#30DaysOfBiking 2012: Enjoying Flats

Today is day #19 of the 2012 30 Days Of Biking challenge:

Enjoying Flats? No, not flat tires … flat pedals!

Over the last year I’ve begun to ride with flat (platform pedals) more often. A friend recommended that I try BMX-style pedals, I did so, and I’ve been riding with them for about a year now.

I had used clipless pedals (Shimano PD-M520 SPD’s) for a long time, and they worked fine for me. I have a couple pair of shoes that are set up with the cleats, and the system is easy to use and efficient.

But flat pedals offer one big advantage over clipless: you can use them with (nearly) any shoes. This is pretty handy on a bicycle tour, where every bit of space and weight is precious, and not having to pack two pairs of shoes — one for the bike and one for walking around town, or after you set up camp — is a pretty big deal.

Being able to wear normal shoes also eliminates that annoying clickety-clack sound that you get when walking around on cleated shoes. Some stores won’t even allow people wearing “bike shoes” to enter their business, for fear that the cleats will scar up expensive flooring.

The pedals pictured above are Black Label Graduate BMX pedals, which I purchased at a local bike shop. They’re inexpensive (around $20), and offer a large, grippy platform with a concave and textured center area. This pedal has molded plastic “pins”, whereas higher-end pedals offer replaceable metal pins (and in some cases, metal bodies and higher-quality bearings), but I haven’t had any problems with my shoes slipping around on the pedal.

This is the second pair of these pedals I’ve bought. I’m currently using them on both my Long Haul Trucker touring bike, and my vintage Puch road bike.

The pedals don’t come with reflectors, but the bike shop gave me some for free when I asked. By Kansas law, all new pedals are supposed to include reflectors, but many don’t. I think it’s worth asking for, and installing, the reflectors — the rotating motion of the pedals is one of the best ways for drivers to identify bicycles in the dark, when approaching from the front or rear.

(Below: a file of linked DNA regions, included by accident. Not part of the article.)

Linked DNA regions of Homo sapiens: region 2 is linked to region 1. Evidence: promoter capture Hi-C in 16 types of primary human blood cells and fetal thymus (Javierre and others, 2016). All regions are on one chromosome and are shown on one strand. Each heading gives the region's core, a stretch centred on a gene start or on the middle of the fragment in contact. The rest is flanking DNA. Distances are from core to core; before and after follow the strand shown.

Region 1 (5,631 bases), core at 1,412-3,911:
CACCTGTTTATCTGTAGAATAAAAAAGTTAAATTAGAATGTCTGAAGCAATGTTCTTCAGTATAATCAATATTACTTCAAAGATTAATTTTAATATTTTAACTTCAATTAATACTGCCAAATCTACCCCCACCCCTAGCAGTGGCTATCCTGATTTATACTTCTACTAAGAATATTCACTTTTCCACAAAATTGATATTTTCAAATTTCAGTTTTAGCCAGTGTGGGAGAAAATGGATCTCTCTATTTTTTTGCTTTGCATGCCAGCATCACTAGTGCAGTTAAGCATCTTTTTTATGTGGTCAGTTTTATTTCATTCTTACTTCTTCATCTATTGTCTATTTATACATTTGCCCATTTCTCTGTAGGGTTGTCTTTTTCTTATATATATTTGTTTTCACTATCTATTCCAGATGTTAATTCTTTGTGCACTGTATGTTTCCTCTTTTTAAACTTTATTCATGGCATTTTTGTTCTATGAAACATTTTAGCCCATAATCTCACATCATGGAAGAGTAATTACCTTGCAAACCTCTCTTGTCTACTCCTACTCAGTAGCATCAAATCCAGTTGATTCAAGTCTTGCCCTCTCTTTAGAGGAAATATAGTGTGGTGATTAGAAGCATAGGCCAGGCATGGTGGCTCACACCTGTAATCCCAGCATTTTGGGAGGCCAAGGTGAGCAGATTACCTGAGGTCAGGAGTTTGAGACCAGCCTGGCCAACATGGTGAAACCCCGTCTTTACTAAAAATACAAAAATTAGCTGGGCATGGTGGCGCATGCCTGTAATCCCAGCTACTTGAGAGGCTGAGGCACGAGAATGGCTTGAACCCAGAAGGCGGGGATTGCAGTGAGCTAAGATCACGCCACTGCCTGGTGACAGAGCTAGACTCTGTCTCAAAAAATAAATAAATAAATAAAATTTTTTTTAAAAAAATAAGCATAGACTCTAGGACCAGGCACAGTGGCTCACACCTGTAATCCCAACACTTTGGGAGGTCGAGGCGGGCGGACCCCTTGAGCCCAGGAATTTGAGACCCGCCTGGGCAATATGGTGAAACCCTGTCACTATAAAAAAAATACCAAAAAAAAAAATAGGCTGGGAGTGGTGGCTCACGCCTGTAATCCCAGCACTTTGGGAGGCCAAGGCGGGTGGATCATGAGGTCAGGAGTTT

I’ve also tried more traditional-style “blade” pedals (such as this), but I found the larger surface area provided by the BMX-style pedals to be much more comfortable.

For another perspective on the flats-vs.-clipless decision, check out The Shoes Ruse, from Rivendell Bicycle Works:

The biggest myth in bicycle riding is the need for special cycling shoes and the benefits of stiff ones. The argument in favor of Special Shoes is this: With a firm connection to the pedal, you will be able to apply power for the full 360-degrees of a pedal revolution.

That’s one of the biggest, fattest lies of all time on any topic, but experts, riders, and the media repeat this over and over again, year after year.

The most important and liberating thing I’ve learned in 40 years of riding nearly daily, is that normal shoes and pedaling unconnected is the way to go. For me, at least, and for a growing number of people who try it. It’s not easy to give up old habits that you’ve practiced and espoused for 35 years. But at some point the madness has to stop, and if you’re looking for an excuse to head out on a ride in your Hush Puppies, now you have it.